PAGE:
Among all questions, Question 6 is the most penetrative one that leads us to a philosophical dilemma: "You must assume an a priori expectation of what you 'should' see in the data to choose the idea parameters and avoid artifacts. However, if you already know the structure in advance, then the method may not (fatally) be so useful. "When I saw this comment, I was stuck and depressed for several days because it does seem to be the precise strike on the crack in our armor. It was fortunate for me to come across two papers written by Teng-Leong Chew and colleagues14 in the Journal of Cell Science, in which they advised how we should accurately report in image acquisition and processing for others to replicate and reproduce the data and analysis. In the paper, I notice that people have used visual interpretation to determine ideal iteration numbers of deconvolution all the time. So we are not alone in finding guilty in this aspect.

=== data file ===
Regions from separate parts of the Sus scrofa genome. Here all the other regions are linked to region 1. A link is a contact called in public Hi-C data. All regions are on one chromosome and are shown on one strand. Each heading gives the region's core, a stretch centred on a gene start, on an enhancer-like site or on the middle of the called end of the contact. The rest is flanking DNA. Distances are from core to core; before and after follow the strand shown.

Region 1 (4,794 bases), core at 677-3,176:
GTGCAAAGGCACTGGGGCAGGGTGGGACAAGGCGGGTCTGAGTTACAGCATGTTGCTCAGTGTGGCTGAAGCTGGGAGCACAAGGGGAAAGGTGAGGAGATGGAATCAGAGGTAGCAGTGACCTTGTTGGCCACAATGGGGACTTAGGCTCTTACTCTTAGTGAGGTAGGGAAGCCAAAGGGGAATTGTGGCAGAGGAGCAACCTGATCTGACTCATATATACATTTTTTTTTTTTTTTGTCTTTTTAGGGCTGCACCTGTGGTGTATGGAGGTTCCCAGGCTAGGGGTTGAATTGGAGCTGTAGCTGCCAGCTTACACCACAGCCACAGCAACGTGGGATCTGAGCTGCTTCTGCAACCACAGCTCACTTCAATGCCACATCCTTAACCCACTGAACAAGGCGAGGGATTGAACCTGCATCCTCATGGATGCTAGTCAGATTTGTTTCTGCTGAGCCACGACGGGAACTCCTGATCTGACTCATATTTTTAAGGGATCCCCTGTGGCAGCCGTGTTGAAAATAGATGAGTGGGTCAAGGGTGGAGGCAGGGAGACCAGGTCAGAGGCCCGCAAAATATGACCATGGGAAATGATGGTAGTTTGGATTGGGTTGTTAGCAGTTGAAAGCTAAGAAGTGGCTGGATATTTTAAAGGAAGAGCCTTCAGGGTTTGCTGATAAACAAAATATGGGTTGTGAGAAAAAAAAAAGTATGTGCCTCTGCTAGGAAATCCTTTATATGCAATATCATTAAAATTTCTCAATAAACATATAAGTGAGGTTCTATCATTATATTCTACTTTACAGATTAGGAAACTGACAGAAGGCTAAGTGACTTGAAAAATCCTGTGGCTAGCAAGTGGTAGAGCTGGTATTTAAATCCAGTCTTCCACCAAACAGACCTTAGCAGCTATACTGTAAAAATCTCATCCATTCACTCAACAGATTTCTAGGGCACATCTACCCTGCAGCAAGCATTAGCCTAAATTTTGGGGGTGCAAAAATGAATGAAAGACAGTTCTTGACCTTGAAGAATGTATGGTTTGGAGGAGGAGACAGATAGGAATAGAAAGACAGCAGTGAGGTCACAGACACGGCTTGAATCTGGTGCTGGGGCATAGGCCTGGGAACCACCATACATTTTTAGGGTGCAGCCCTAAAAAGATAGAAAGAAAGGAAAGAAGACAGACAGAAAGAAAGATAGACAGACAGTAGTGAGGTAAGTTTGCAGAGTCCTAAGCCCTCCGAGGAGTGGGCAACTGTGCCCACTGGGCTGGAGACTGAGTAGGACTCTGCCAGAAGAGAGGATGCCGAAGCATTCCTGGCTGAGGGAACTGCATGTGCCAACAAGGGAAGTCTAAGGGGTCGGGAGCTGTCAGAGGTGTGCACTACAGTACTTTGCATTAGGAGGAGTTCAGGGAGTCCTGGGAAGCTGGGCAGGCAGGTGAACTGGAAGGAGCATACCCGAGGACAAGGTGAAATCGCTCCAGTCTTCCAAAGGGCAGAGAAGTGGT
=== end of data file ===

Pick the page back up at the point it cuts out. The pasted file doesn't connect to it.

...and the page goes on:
Based on that perception, we went a step further, and tried to catch the essence underlying "good" results conferred by the visual inspection. We conclude that sparsity and continuity are again the prior knowledge needed underlying such judgments. For example, while increasing the sparsity value, we looked for the emergence of additional high-frequency structural information allowed by the Nyquist sampling criteria of the designated resolution from deconvolved images. Although higher resolution may be achievable in images with superior SNR, we selected 60 nm as the usual resolution limit for the Sparse SIM to avoid uncertainties associated with over-interfering. For images with a pixel size of ~32 nm, appearances of structures (lines, puncta) with the FWHM less than 2 pixels (64 nm) were often regarded as "over filtering" artifacts unless more specific prior knowledge is assumed. Otherwise, we advised to turn down the sparsity value. In contrast, sparse deconvolution reconstructed structures larger than or similar in size to those in the original image were due to the over-smooth effects that required down-adjusting the fidelity value.